Frontiers: Transporting energy

Energy Transformation

In an age when debates over fracking and renewable energy dominate the news, it’s increasingly clear that the United States is in the midst of an “energy renaissance.” Along with a host of environmental concerns, the nation’s changing energy system faces a new, often overlooked, challenge: How can we get energy from its source to the people who need it?

Portrait: Alexandra KlassThat was the topic of Institute on the Environment resident fellow and University of Minnesota Law School professor Alexandra Klass’ Frontiers in the Environment lecture Dec. 4.

In “Transporting Energy: U.S. Infrastructure Challenges,” Klass discussed her research on the physical and regulatory system in place for moving oil, natural gas and electricity and possible changes needed as the nation’s energy sources diversify.

“We have more natural gas than we know what to do with, our ability to produce oil is higher than it has almost been in a hundred years, and that is all because of hydraulic fracturing,” Klass said. “We also have new sources of electricity – wind and solar – on a major scale like we have not had before. The problem is that these new sources of energy are not always where we have previously built our energy transportation infrastructure.

“We don’t have a lot of interstate transmission lines from North Dakota and South Dakota and Kansas and Montana to bring wind to population centers. We don’t have oil pipelines in North Dakota, which is the center of the new oil boom.”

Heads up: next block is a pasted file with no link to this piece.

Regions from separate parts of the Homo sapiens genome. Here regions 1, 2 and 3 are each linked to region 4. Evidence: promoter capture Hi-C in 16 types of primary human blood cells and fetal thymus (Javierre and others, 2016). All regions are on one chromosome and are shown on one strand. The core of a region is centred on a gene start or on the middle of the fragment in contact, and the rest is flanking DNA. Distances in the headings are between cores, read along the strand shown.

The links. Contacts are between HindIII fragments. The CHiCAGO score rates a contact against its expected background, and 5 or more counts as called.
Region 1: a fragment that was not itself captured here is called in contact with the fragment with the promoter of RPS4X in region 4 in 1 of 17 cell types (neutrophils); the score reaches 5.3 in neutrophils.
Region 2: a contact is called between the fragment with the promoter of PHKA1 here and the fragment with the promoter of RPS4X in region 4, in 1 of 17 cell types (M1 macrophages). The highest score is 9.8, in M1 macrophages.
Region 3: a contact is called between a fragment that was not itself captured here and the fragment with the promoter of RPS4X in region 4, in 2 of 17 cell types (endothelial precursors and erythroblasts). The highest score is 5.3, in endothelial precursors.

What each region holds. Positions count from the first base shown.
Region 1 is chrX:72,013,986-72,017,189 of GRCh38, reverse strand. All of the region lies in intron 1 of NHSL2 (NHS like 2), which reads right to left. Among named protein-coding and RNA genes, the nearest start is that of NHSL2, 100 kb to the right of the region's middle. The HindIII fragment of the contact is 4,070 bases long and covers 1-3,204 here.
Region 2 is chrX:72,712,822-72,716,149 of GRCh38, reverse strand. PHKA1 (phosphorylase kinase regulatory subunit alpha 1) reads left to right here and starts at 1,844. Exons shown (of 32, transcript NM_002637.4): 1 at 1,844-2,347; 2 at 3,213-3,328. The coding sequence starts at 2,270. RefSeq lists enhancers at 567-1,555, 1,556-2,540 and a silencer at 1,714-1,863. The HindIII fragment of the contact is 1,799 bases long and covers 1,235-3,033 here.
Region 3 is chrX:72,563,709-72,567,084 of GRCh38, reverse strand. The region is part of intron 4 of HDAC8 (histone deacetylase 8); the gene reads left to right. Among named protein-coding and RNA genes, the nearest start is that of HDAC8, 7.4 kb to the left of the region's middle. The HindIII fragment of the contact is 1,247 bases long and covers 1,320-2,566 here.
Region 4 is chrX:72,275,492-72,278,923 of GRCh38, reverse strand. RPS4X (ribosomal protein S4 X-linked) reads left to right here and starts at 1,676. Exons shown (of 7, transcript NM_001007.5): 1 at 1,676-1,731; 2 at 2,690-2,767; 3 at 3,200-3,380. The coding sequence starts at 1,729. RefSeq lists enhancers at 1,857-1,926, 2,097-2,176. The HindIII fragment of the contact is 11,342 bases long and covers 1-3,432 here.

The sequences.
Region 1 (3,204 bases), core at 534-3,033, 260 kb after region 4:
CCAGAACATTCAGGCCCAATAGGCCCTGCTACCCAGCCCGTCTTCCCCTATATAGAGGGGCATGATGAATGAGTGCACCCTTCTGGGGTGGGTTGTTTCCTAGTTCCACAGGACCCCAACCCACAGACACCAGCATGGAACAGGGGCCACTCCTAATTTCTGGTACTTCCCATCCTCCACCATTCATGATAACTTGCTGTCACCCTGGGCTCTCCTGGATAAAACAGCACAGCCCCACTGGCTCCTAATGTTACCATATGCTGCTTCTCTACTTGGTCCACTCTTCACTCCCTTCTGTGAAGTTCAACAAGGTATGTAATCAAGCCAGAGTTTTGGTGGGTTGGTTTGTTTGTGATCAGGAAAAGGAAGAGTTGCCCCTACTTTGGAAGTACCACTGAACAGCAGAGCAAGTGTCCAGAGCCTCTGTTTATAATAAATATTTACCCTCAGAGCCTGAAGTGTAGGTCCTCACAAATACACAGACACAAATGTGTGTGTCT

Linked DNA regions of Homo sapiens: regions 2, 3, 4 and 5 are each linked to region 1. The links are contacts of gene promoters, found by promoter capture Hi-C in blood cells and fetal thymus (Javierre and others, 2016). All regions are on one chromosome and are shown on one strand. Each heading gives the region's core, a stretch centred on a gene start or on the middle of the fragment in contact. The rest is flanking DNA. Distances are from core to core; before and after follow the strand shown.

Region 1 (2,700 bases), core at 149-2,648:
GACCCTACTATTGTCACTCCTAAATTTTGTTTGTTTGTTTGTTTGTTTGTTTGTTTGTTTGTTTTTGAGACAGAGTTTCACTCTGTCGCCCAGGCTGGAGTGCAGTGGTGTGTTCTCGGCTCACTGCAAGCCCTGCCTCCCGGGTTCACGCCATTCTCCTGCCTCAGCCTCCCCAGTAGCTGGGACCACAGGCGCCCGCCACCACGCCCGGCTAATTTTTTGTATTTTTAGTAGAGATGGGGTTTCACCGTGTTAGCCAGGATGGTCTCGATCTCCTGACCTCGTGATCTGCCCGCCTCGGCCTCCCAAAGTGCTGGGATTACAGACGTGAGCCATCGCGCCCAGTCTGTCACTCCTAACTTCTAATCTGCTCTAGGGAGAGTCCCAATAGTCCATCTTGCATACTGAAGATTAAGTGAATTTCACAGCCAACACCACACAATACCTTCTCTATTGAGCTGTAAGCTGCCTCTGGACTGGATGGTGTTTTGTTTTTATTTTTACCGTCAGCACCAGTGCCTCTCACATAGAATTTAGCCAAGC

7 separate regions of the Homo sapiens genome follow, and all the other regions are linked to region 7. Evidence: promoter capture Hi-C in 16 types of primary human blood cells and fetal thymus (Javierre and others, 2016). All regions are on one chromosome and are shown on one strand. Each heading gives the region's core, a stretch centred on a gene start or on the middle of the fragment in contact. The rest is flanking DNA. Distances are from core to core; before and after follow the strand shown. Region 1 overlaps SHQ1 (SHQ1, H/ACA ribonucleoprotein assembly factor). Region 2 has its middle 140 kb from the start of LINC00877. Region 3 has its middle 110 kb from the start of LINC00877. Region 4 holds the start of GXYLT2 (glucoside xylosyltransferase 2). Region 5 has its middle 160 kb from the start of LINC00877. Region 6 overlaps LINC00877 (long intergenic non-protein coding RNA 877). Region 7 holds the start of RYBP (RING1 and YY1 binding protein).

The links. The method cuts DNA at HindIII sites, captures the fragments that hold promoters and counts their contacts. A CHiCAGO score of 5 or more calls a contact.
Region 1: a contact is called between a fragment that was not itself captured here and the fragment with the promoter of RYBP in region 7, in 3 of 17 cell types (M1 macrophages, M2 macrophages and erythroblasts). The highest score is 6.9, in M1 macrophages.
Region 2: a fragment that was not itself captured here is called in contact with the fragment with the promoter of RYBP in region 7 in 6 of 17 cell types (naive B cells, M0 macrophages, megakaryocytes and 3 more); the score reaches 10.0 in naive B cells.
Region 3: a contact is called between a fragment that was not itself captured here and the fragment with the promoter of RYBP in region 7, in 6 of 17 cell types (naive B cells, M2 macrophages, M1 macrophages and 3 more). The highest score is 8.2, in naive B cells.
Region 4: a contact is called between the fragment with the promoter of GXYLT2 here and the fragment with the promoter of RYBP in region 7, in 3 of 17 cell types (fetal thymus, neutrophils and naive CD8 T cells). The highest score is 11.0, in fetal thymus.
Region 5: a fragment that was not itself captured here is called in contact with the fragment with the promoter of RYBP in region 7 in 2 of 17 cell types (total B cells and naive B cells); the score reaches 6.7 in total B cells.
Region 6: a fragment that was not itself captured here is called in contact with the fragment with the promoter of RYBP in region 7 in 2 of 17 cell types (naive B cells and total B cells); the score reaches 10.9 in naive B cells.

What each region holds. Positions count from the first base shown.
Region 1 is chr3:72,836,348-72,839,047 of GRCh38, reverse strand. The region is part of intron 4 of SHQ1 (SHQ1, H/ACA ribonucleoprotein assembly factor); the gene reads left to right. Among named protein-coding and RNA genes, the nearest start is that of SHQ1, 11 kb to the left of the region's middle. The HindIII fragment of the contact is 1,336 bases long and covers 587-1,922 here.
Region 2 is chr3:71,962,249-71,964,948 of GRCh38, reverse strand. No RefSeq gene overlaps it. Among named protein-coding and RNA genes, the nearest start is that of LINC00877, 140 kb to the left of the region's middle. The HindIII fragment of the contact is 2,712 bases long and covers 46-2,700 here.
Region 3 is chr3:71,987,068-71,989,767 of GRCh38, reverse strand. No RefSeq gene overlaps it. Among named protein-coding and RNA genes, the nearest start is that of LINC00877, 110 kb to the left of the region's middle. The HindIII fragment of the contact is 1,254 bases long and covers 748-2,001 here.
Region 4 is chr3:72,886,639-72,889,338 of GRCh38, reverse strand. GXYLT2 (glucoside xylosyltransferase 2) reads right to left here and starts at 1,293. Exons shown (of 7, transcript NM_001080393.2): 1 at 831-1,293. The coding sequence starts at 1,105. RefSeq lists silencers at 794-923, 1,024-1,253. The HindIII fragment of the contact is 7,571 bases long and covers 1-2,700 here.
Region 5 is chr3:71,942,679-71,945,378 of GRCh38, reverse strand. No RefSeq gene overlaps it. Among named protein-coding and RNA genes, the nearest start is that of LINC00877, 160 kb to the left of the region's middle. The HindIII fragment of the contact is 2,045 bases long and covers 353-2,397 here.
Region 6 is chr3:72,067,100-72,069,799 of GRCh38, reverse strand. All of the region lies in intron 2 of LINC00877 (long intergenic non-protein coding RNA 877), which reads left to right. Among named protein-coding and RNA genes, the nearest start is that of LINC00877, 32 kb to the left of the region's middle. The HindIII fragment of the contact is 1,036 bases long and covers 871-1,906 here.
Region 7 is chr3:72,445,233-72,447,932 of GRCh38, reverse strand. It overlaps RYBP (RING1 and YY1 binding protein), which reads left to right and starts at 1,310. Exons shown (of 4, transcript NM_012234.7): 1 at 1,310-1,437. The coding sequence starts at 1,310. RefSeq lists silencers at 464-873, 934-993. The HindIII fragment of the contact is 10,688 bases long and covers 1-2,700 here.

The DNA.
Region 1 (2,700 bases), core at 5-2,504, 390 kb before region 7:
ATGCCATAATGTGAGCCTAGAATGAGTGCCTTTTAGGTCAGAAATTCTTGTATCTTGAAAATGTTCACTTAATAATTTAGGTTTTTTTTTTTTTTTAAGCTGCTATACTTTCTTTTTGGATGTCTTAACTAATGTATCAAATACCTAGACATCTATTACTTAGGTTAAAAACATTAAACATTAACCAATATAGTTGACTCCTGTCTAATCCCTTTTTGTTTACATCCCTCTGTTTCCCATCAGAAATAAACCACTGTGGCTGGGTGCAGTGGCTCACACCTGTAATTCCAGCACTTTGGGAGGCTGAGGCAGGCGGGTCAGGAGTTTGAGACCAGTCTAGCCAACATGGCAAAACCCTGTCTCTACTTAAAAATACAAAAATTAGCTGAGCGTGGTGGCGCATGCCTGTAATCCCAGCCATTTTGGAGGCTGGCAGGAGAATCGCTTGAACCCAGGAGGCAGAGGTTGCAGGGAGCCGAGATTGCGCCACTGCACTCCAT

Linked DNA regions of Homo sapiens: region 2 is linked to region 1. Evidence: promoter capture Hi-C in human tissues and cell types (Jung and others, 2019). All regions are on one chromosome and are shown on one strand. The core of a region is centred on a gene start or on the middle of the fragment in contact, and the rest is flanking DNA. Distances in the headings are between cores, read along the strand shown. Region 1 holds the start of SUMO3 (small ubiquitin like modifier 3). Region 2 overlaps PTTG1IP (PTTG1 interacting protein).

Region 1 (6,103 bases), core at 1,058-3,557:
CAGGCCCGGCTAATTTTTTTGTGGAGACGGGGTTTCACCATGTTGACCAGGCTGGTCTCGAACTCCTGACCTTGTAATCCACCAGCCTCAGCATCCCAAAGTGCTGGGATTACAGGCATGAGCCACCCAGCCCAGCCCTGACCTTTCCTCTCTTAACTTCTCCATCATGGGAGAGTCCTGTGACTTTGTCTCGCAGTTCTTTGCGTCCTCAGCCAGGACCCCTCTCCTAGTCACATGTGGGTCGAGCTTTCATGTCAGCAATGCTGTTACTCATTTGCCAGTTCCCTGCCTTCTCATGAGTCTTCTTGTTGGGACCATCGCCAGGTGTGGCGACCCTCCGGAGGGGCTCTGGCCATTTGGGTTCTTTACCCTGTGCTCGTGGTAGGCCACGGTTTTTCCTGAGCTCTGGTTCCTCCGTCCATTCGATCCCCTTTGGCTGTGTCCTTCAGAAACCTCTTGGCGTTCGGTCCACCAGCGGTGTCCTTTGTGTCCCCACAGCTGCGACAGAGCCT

The lack of infrastructure in areas of fossil fuel extraction is leading to inefficient use of natural resources. For example, producers at the Bakken oIl field in North Dakota flare away $100 million of natural gas each month because it’s cheaper to burn than capture and store it until it can be transported, according to Klass.

Renewable energy sources face a similar challenge. With most wind energy being produced in sparsely populated regions of the Midwest and West, getting the power to major population centers using the current infrastructure is difficult.

“It’s not that we can’t generate enough wind to power the whole country,” Klass said, “it’s that we don’t have the transmission in place to bring it to the people who need it.”

Getting that infrastructure in place could take awhile with the current regulatory system, Klass said. Unlike natural gas pipelines, which are regulated at the federal level, oil pipelines and transmission lines are regulated on a state-by-state basis, requiring different standards in each state through which they travel. And while oil pipelines can be buried and out of sight, the unsightly nature of transmission lines makes them controversial to construct.

To combat the issue, Klass thinks it’s time to discuss regulating transmission lines at the federal level. That conversation will be tough to start in the current Congress, she noted. But that doesn’t mean renewable energy sources don’t stand a chance.

“It’s easier now to say no to coal, right?” Klass said. “We know the environmental impacts of coal and now, all of a sudden, we have alternatives to coal. Wind is pretty cost competitive with coal here in Minnesota – that’s not true in other parts of the country – and natural gas is as well. I think there is a lot of pressure on the public utilities commission that’s more effective than it was in the past to say no to coal because we can do natural gas and we can do wind. So, you can see it on a small scale when the resource is there.”

Watch Klass’ full presentation online.

John Sisser is a communications assistant with the Institute on the Environment